‘Assault’ weapons vs. sporting weapons: What’s the difference?

A question posted to Quora asked, “are the differences between assault weapons and sporting weapons merely cosmetic?” It was an interesting question, and one that garnered an array of different responses. Take a look at two of the more thorough responses to the question and add your thoughts in the comments section below!  (Also note on the first response that the top rifle does not, in fact, have a pistol grip. These were the photos used to make his argument – and while it’s a sound argument, a hunting rifle with a pistol grip would be a preferable example here)

An anonymous Quora user responded with the following:

Yes. 100 percent true.

Here’s a test.  Tell me what the functional difference is between these two firearms:

Time’s up.

This is a test I use on anyone who says we need to ban “assault weapons” but hunting rifles are ok. The firearms above are the Remington 7400 (top) and the DSA SA-58 (bottom). They have the following qualities:

• ​They are semi-automatic in operation.

• They fire the .308 Winchester cartridge.

• They are fed from a detachable box magazine.

• They are both “black” rifles.

• Both have pistol grips.

In other words, they are functionally identical!  Other than the SA-58, a semi-auto civilian version of the FN-FAL, looking “scarier” and military, they’re technically equal firearms in terms of lethality and usage.  Yet, the one above is fine with most people, and even more so when you get the wood stocked version, but the bottom one they want to ban even if it has a wood stock (and some versions do).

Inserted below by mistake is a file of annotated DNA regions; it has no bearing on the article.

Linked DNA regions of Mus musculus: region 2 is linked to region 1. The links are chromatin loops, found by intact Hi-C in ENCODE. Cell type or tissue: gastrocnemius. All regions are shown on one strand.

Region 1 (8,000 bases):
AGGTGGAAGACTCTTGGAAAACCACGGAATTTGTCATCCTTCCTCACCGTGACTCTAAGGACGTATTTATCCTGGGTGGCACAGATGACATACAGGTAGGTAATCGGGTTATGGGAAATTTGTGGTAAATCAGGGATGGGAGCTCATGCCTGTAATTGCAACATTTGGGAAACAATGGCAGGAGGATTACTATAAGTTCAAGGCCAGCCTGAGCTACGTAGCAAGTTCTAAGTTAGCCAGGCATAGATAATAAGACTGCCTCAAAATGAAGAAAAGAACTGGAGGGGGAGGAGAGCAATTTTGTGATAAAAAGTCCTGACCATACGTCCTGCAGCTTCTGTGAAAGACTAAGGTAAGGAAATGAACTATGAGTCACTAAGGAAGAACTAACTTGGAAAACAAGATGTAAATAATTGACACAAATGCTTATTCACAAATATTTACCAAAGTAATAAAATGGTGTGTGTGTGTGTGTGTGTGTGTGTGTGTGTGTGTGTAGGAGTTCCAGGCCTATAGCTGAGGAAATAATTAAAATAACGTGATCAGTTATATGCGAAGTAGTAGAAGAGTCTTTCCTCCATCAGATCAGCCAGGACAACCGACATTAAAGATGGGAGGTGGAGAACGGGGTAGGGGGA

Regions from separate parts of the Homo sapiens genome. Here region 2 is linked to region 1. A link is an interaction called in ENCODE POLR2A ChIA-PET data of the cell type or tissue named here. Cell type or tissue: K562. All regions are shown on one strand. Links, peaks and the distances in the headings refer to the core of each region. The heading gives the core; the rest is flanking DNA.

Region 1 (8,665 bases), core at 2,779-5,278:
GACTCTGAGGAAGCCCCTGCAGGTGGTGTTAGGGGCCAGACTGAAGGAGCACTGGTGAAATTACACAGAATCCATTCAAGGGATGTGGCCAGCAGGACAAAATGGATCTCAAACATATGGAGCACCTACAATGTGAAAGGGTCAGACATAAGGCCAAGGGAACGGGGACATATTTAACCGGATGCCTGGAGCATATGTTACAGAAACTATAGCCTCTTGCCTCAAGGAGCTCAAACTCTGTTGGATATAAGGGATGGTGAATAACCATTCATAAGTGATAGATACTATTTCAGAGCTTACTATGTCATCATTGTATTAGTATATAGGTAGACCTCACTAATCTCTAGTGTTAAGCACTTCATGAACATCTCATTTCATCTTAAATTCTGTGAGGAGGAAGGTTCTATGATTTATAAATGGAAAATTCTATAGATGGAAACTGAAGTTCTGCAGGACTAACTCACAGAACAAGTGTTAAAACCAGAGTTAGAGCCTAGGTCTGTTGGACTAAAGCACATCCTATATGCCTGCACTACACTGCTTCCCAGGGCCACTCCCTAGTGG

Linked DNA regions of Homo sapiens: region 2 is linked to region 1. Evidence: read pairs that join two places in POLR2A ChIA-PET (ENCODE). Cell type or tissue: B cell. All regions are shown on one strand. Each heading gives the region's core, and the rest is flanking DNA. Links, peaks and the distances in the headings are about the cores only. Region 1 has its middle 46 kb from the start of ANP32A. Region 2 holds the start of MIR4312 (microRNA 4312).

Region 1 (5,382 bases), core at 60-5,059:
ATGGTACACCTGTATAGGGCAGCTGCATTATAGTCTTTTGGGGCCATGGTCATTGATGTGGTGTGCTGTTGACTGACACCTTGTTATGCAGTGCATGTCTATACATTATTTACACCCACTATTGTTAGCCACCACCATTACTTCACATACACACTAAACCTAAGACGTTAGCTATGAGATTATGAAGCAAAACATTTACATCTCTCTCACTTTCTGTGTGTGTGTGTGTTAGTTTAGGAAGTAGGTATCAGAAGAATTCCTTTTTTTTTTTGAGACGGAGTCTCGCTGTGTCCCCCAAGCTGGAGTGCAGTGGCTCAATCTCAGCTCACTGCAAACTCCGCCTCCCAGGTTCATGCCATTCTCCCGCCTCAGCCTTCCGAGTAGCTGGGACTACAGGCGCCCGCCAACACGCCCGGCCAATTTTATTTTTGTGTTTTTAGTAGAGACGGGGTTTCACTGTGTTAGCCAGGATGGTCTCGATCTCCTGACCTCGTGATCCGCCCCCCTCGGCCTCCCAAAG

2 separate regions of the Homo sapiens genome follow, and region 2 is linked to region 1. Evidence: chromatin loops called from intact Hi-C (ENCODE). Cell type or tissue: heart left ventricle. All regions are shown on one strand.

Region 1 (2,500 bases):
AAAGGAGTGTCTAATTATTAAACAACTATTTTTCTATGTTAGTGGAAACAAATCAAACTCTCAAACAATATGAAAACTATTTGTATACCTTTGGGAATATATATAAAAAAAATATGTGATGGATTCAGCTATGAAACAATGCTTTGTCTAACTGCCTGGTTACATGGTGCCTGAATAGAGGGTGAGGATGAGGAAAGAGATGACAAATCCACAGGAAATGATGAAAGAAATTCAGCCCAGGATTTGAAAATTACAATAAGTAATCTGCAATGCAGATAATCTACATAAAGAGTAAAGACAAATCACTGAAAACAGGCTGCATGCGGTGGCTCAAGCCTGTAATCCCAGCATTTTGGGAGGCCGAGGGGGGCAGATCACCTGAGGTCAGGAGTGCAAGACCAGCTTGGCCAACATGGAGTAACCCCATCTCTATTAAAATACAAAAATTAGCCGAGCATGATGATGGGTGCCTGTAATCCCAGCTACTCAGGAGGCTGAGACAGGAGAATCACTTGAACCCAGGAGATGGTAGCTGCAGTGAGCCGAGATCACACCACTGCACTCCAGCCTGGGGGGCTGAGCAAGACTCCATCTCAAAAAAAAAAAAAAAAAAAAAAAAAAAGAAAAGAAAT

Somehow, the argument is that getting shot by an “assault weapon” is worse than being shot by a hunting rifle.  A curious position, because either of these rifles are deadly to deer or human with a single shot.  .308 Winchester is not a round you ignore when hurled in your general direction.  I’ve never heard a person hit by .308, assuming they survive, say “I am sure glad I was shot with the Remington!  I could’ve been killed by the evil FN-FAL!”.

“Assault weapon” is a marketing term invented by Josh Sugarman of the Violence Policy Center (Assault Weapons and Accessories in America).  It was coined for the express purpose of public deception and misdirection on policy issues.  And it worked because it resulted in a purely symbolic ban from 1994-2004 and the media STILL bleats on, like loyal sheep, about “assault weapons” anytime there is a mass shooting regardless of whether a scary-looking rifle was used or not.

John Fogh, Professional Firearms Instructor, responded: 

The title of the link is disingenuous. A better title for the link would have been “Modern ‘Assault Weapons’ are the equivalent of the hunting rifles used in the American revolution.”

The revolutionaries small arms were either on par (smoothbore muskets) or superior (long rifles) to the weapons of the British military. Currently the major difference is that military rifles are capable of firing multiple rounds per trigger pull (either burst or automatic fire) and civilian models are not. An actual military M4 has a slightly shorter barrel than a civilian carbine. Everything else is cosmetic or ergonomic.

Both the military and civilan versions shoot the same ammunition (as well as many traditional styled hunting rifles.) Many consider this ammunition to be drastically less powerful than a traditional deer hunting rifle.

There is a lot of quibbling over the title ‘assault weapon’ because it was a term invented by the gun control advocates to make for a scary sound bite. It has no technical definition (in a field where everything has a technical definition). The gun rights side invented the term “modern sporting rifle” which while being an overly broad, made up term, it does have the advantage of being accurate in that are used for several types of target shooting and hunting. 

I could just as easily say that most people have a kitchen drawer full of ‘rape knives’ (the very same type of knives used in a large number of rapes!) or start referring to a carpenters hammer as a “robbery bludgeon” (the same weapon used in some robberies!)